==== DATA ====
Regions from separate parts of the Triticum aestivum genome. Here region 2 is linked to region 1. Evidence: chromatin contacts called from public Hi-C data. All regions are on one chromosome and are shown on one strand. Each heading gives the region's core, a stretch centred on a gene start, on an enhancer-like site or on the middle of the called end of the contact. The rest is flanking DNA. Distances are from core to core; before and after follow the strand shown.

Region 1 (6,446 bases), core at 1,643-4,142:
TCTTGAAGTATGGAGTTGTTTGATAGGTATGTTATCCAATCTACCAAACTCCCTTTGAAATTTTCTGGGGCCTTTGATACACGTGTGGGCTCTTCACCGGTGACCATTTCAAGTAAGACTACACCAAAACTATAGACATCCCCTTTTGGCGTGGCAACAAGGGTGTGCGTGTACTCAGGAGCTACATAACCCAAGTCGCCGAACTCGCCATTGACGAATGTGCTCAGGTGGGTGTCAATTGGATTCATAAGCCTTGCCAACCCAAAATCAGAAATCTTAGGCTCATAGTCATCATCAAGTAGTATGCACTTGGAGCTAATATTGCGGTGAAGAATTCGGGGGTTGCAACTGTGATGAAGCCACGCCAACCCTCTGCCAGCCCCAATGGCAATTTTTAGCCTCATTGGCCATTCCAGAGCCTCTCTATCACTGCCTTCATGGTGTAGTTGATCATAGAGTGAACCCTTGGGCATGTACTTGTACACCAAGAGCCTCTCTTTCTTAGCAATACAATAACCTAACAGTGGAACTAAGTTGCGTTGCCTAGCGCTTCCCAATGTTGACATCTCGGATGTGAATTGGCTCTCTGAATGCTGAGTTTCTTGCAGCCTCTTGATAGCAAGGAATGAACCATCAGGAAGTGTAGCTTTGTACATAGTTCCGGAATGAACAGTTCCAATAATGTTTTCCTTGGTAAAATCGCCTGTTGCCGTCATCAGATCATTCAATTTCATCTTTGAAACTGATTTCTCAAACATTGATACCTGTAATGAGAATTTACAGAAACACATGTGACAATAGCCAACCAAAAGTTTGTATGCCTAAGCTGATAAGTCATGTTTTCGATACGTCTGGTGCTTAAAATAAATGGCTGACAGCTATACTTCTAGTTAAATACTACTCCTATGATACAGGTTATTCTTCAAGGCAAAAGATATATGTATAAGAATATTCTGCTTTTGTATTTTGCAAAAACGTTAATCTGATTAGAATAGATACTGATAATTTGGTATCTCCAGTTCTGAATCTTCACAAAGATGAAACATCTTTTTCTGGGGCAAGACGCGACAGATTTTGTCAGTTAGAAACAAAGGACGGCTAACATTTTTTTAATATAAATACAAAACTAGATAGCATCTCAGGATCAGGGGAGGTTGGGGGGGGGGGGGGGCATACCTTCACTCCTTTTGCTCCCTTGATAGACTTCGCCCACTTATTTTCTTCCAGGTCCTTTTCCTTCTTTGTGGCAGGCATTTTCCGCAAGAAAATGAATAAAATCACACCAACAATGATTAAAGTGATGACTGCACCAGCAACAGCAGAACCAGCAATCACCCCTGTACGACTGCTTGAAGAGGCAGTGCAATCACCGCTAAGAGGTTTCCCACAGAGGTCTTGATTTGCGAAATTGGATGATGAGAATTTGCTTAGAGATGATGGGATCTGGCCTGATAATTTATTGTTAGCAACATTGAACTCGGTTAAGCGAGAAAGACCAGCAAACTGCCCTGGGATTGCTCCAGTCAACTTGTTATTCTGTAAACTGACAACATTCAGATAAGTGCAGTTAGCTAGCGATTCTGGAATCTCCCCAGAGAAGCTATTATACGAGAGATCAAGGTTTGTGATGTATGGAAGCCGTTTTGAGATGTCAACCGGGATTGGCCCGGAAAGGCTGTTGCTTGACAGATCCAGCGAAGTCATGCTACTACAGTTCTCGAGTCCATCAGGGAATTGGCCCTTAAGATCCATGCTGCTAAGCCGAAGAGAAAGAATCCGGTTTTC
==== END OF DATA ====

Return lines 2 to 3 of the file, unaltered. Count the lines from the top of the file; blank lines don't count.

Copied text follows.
Region 1 (6,446 bases), core at 1,643-4,142:
TCTTGAAGTATGGAGTTGTTTGATAGGTATGTTATCCAATCTACCAAACTCCCTTTGAAATTTTCTGGGGCCTTTGATACACGTGTGGGCTCTTCACCGGTGACCATTTCAAGTAAGACTACACCAAAACTATAGACATCCCCTTTTGGCGTGGCAACAAGGGTGTGCGTGTACTCAGGAGCTACATAACCCAAGTCGCCGAACTCGCCATTGACGAATGTGCTCAGGTGGGTGTCAATTGGATTCATAAGCCTTGCCAACCCAAAATCAGAAATCTTAGGCTCATAGTCATCATCAAGTAGTATGCACTTGGAGCTAATATTGCGGTGAAGAATTCGGGGGTTGCAACTGTGATGAAGCCACGCCAACCCTCTGCCAGCCCCAATGGCAATTTTTAGCCTCATTGGCCATTCCAGAGCCTCTCTATCACTGCCTTCATGGTGTAGTTGATCATAGAGTGAACCCTTGGGCATGTACTTGTACACCAAGAGCCTCTCTTTCTTAGCAATACAATAACCTAACAGTGGAACTAAGTTGCGTTGCCTAGCGCTTCCCAATGTTGACATCTCGGATGTGAATTGGCTCTCTGAATGCTGAGTTTCTTGCAGCCTCTTGATAGCAAGGAATGAACCATCAGGAAGTGTAGCTTTGTACATAGTTCCGGAATGAACAGTTCCAATAATGTTTTCCTTGGTAAAATCGCCTGTTGCCGTCATCAGATCATTCAATTTCATCTTTGAAACTGATTTCTCAAACATTGATACCTGTAATGAGAATTTACAGAAACACATGTGACAATAGCCAACCAAAAGTTTGTATGCCTAAGCTGATAAGTCATGTTTTCGATACGTCTGGTGCTTAAAATAAATGGCTGACAGCTATACTTCTAGTTAAATACTACTCCTATGATACAGGTTATTCTTCAAGGCAAAAGATATATGTATAAGAATATTCTGCTTTTGTATTTTGCAAAAACGTTAATCTGATTAGAATAGATACTGATAATTTGGTATCTCCAGTTCTGAATCTTCACAAAGATGAAACATCTTTTTCTGGGGCAAGACGCGACAGATTTTGTCAGTTAGAAACAAAGGACGGCTAACATTTTTTTAATATAAATACAAAACTAGATAGCATCTCAGGATCAGGGGAGGTTGGGGGGGGGGGGGGGCATACCTTCACTCCTTTTGCTCCCTTGATAGACTTCGCCCACTTATTTTCTTCCAGGTCCTTTTCCTTCTTTGTGGCAGGCATTTTCCGCAAGAAAATGAATAAAATCACACCAACAATGATTAAAGTGATGACTGCACCAGCAACAGCAGAACCAGCAATCACCCCTGTACGACTGCTTGAAGAGGCAGTGCAATCACCGCTAAGAGGTTTCCCACAGAGGTCTTGATTTGCGAAATTGGATGATGAGAATTTGCTTAGAGATGATGGGATCTGGCCTGATAATTTATTGTTAGCAACATTGAACTCGGTTAAGCGAGAAAGACCAGCAAACTGCCCTGGGATTGCTCCAGTCAACTTGTTATTCTGTAAACTGACAACATTCAGATAAGTGCAGTTAGCTAGCGATTCTGGAATCTCCCCAGAGAAGCTATTATACGAGAGATCAAGGTTTGTGATGTATGGAAGCCGTTTTGAGATGTCAACCGGGATTGGCCCGGAAAGGCTGTTGCTTGACAGATCCAGCGAAGTCATGCTACTACAGTTCTCGAGTCCATCAGGGAATTGGCCCTTAAGATCCATGCTGCTAAGCCGAAGAGAAAGAATCCGGTTTTC